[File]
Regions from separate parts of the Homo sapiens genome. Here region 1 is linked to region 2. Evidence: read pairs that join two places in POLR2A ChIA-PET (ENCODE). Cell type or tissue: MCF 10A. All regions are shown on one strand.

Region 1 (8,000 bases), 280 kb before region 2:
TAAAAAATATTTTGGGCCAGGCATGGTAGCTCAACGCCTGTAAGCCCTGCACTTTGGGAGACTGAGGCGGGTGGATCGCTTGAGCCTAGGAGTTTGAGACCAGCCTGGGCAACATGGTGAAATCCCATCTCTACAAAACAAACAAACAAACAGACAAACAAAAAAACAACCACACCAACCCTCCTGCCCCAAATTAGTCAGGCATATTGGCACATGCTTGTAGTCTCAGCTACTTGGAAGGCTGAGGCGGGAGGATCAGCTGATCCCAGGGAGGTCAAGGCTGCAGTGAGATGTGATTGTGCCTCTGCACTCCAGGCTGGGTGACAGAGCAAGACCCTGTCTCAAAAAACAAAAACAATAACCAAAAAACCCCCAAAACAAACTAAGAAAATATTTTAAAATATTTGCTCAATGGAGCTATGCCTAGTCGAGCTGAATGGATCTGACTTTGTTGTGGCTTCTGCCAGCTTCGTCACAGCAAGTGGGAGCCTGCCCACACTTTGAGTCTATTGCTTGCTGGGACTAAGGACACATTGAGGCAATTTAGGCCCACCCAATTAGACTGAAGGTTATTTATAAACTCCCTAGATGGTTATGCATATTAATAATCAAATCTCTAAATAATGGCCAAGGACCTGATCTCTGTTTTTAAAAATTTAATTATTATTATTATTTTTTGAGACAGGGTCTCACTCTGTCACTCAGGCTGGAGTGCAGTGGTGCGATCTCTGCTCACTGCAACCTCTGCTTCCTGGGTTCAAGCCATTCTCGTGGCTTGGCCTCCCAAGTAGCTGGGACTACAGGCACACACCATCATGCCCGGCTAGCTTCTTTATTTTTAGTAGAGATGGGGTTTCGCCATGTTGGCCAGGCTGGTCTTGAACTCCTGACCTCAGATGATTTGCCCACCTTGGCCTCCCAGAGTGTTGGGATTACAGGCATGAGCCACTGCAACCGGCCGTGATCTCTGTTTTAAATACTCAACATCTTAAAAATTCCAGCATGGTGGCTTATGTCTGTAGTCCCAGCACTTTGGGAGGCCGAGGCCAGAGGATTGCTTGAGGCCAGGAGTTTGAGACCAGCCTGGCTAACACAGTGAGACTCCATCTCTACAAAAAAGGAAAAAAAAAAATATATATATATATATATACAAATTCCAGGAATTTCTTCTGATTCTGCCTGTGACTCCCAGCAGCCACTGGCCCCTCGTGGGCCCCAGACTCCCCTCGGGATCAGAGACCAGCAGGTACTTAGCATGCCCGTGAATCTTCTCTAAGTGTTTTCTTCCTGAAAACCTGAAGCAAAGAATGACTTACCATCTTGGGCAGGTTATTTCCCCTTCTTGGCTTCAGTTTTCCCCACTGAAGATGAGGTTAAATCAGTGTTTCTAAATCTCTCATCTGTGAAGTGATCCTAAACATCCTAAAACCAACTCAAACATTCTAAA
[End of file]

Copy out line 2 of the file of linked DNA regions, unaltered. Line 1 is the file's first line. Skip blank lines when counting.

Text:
Region 1 (8,000 bases), 280 kb before region 2: